Chicago’s explosive 19th century growth driven by excrement

Whet Moser argues Chicago’s remarkable growth from frontier town to big city was the result of excrement and new sewers:

The city was literally shaped by excrement. Its biggest single period of growth, the growth that turned Chicago into the Second City by population, came in the late 1800s, when the city’s sewer and sanitary systems were the envy of what were then suburbs. Lake View Township (the whole of the northeast side from North Avenue up to Rogers Park), Hyde Park Township (the south side between Pershing, State, and 138th), Lake Township (the southwest side bordered by Pershing, State, 87th, and Cicero) all latched on to the city when sophisticated sanitary systems were beyond the reach of booming townships, which were tightly restricted by the state’s limits on local debt.

Read on for more of the story of Chicago’s sewers.

This story in Chicago was not wholly unique. The late mid- to late-1800s were a period when numerous suburban communities outside big cities like Chicago, Boston, New York, and Philadelphia were annexed into the city. This annexation was approved by suburban communities for several reasons. First, as Moser notes, sewers and other infrastructure improvements like water and electricity were too expensive for small communities. Second, these communities wanted to be part of the big city and the status that came with that.

Yet, the story changes quite a bit from the 1880s onward when suburban communities started rejecting annexation efforts from big cities. The price of the infrastructure improvements dropped, putting them within reach of smaller suburbs. Cities were growing so fast that they couldn’t keep up with social problems as well as infrastructure improvements, limiting the status appeal of being part of the big city. Finally, an idealism was developing among the suburbs themselves as places people wanted to move to in order to escape the big city. By the 1920s, annexations had basically stopped.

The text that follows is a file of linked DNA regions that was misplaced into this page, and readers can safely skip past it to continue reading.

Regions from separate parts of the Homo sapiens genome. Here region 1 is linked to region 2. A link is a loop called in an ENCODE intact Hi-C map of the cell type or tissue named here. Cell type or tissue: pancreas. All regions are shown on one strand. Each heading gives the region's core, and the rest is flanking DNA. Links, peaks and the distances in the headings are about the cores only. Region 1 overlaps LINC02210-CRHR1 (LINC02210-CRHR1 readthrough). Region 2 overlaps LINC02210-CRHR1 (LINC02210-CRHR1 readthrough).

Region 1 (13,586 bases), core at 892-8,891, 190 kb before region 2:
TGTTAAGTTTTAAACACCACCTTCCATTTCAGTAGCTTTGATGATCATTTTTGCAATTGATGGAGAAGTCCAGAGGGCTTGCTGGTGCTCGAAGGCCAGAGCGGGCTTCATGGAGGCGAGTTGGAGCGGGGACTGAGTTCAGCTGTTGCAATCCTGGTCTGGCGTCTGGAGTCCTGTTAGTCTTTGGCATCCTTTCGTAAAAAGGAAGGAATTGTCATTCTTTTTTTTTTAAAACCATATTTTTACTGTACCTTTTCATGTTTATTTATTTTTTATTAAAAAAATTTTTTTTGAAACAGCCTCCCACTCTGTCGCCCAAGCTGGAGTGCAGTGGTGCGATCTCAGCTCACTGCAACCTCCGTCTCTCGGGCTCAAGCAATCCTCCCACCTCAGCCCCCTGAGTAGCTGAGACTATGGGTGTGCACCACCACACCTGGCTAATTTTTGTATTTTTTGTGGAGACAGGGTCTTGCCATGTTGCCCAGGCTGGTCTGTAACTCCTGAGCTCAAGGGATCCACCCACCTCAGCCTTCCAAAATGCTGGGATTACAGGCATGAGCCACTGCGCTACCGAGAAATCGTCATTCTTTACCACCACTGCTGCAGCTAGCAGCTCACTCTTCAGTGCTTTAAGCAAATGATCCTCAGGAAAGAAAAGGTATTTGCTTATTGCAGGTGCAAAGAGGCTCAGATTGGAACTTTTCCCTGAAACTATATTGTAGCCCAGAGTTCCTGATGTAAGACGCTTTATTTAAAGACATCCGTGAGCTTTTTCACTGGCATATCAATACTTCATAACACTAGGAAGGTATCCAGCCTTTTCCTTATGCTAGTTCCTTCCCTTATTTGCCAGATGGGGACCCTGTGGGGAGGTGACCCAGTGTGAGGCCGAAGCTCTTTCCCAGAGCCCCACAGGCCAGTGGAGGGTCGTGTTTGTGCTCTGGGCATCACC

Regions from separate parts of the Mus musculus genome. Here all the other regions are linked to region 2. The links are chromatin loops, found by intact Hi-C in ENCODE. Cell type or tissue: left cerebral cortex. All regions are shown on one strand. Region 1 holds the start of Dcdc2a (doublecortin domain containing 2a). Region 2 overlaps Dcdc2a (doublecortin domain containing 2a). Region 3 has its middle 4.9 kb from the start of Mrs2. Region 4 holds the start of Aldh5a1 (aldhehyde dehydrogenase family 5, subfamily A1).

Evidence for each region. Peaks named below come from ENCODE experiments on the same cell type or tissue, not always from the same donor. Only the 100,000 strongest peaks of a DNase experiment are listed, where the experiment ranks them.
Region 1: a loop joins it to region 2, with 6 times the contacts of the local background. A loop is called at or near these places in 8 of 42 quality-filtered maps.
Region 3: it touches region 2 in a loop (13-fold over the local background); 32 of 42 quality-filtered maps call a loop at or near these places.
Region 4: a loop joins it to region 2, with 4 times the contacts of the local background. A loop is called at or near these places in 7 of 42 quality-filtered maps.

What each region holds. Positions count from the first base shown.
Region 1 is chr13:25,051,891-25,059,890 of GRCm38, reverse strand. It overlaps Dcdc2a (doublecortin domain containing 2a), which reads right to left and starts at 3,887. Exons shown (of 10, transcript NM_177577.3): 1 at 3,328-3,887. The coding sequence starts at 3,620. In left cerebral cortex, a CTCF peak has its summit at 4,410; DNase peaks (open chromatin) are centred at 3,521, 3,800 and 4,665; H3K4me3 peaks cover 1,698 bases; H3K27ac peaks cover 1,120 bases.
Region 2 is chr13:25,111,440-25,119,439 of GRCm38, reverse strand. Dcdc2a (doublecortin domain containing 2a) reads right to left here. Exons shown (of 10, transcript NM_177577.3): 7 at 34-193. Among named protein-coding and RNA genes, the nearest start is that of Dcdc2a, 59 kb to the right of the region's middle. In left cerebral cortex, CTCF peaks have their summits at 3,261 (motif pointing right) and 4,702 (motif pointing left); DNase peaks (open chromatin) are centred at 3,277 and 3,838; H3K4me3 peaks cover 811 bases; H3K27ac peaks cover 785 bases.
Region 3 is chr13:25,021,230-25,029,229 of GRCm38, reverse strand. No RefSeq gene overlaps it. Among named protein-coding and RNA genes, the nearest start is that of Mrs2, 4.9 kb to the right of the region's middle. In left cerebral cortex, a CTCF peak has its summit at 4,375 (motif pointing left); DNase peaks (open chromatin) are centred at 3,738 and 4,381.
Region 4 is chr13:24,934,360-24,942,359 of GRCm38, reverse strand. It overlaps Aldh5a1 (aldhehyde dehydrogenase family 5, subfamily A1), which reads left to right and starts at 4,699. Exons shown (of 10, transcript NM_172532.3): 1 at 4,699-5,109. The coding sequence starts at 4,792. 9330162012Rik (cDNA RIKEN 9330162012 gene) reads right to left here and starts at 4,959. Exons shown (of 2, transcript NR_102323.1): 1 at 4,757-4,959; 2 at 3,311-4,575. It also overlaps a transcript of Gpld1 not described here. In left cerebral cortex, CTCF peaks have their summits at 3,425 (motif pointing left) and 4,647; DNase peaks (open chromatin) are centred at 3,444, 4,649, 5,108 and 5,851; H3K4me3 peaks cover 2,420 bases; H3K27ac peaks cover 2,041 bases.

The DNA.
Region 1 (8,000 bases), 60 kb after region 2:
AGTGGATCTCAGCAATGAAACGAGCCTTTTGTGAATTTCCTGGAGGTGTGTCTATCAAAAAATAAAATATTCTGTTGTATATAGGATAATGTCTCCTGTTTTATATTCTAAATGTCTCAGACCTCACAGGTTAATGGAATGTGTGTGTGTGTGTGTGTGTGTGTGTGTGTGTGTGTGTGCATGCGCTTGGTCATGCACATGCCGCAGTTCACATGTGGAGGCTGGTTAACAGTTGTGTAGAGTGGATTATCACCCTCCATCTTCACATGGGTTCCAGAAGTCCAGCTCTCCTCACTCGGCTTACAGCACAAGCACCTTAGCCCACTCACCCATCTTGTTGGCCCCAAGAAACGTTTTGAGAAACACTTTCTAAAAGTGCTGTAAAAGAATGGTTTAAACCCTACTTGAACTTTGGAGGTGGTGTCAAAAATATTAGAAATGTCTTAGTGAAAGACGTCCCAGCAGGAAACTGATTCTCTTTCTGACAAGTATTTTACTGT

This was a major turning point for most Northeast and Midwest big cities. Once annexations stopped and suburbs decided to go on their own, the boundaries of big cities became fixed. Later, as wealth and jobs fled the city for the suburbs, there were few opportunities for Rust Belt cities to expand their boundaries. In contrast, cities in the South and West (the Sunbelt) have had different annexation histories and many are much bigger in land area.

3 thoughts on “Chicago’s explosive 19th century growth driven by excrement

  1. Pingback: Turning the reversal of the Chicago River into a jazz symphony | Legally Sociable

  2. Pingback: Why Americans love suburbs #3: race and exclusion | Legally Sociable

  3. Pingback: Why Americans love suburbs #7: closer to nature | Legally Sociable

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